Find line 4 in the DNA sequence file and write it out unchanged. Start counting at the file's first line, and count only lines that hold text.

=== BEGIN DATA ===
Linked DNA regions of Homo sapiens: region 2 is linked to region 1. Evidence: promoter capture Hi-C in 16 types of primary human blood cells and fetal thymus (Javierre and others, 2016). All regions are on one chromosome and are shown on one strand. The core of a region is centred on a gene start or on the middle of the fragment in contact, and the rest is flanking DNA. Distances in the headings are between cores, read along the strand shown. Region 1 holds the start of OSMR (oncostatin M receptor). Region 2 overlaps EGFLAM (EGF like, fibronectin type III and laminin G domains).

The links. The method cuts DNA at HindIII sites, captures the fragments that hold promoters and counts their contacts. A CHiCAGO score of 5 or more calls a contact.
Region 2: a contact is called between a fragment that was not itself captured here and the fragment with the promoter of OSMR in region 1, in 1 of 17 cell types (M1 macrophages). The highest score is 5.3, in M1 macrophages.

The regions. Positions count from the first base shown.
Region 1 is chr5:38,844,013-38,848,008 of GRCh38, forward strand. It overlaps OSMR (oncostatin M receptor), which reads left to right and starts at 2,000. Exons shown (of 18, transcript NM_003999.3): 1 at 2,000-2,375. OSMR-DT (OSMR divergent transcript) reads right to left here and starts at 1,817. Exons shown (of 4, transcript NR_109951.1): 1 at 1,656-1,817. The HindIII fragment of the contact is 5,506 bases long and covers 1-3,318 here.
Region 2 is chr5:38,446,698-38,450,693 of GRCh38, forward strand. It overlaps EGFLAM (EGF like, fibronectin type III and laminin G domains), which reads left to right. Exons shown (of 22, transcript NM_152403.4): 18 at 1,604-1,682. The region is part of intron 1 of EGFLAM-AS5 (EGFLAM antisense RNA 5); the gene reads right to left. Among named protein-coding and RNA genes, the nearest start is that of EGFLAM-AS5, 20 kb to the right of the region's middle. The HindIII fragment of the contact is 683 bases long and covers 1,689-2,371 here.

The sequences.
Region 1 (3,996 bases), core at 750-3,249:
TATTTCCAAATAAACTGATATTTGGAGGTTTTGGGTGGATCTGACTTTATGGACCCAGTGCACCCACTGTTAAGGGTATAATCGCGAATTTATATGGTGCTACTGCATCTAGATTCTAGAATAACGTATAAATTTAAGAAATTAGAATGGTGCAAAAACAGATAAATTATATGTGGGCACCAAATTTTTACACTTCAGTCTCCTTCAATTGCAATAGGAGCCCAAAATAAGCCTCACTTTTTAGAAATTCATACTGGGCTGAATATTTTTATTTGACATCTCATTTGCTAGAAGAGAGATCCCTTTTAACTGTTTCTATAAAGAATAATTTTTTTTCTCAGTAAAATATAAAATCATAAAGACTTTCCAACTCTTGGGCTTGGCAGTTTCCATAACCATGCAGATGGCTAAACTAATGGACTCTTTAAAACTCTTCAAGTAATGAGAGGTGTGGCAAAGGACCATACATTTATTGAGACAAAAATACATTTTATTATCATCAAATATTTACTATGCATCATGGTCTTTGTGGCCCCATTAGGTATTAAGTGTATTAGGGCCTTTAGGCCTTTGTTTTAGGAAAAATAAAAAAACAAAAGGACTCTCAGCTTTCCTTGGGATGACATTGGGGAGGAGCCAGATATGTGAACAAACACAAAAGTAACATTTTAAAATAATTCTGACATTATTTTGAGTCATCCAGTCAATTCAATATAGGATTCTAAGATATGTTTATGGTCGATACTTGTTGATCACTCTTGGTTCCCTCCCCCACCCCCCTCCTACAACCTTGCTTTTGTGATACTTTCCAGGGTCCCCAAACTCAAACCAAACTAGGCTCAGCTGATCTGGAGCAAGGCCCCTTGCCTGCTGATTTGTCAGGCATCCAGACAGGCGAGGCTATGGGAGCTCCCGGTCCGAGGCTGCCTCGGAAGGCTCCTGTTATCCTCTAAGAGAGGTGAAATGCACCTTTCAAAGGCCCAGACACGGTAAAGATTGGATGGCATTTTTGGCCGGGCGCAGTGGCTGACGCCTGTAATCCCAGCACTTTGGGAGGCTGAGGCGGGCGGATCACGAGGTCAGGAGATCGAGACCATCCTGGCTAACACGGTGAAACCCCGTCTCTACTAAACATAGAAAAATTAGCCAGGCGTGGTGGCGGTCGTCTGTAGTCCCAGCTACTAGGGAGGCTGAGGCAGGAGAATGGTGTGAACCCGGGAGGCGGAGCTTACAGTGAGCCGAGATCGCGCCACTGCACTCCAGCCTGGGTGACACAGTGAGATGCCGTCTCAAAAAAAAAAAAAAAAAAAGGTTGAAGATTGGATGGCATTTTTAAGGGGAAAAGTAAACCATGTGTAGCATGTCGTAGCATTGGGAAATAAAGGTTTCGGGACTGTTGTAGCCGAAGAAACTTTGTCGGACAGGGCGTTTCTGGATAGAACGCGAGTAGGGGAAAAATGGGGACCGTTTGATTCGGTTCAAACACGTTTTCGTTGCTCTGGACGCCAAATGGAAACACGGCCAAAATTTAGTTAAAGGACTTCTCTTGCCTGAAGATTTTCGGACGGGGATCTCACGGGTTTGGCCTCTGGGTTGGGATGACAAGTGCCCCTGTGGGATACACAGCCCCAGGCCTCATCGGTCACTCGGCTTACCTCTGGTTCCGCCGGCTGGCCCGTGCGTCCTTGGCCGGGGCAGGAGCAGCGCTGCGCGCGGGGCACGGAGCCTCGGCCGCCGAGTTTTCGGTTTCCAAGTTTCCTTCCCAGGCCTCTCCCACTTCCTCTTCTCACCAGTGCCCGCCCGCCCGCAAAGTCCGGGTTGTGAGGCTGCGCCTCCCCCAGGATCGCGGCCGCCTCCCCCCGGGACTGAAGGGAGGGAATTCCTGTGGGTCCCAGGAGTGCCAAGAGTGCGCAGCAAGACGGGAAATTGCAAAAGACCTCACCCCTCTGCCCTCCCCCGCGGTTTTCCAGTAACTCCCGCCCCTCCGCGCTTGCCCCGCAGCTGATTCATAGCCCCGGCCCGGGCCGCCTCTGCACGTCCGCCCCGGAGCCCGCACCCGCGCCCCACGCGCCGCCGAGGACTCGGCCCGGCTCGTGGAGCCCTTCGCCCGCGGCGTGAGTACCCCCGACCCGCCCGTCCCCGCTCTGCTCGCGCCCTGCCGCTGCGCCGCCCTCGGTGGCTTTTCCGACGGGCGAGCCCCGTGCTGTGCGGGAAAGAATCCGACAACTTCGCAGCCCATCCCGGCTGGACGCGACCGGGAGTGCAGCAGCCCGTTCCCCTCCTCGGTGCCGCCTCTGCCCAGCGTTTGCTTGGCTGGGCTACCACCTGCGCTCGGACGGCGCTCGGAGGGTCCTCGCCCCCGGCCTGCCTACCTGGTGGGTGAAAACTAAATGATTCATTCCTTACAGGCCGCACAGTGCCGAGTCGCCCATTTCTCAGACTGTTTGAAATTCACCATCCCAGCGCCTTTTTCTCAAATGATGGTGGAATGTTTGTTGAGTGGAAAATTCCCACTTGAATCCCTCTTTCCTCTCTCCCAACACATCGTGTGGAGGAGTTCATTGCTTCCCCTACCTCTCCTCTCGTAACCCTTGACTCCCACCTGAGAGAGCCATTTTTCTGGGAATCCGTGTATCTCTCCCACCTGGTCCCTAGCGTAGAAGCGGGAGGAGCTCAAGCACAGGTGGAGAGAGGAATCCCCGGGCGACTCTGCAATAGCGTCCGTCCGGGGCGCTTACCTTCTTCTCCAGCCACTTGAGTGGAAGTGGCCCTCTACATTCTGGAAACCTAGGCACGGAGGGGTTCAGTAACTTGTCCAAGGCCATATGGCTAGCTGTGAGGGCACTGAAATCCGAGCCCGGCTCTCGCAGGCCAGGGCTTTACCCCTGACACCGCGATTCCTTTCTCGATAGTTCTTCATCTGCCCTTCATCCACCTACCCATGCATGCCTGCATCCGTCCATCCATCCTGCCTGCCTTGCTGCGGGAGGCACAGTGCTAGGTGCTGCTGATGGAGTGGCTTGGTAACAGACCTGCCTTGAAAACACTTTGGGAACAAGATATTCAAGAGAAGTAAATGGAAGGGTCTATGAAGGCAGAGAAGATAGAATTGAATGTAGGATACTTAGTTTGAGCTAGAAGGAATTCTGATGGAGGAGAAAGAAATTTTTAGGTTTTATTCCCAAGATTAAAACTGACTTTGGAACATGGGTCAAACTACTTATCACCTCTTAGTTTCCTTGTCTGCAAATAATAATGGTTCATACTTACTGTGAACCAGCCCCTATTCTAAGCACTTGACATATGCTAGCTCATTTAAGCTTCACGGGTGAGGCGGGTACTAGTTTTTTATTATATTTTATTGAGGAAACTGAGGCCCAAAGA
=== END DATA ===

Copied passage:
The regions. Positions count from the first base shown.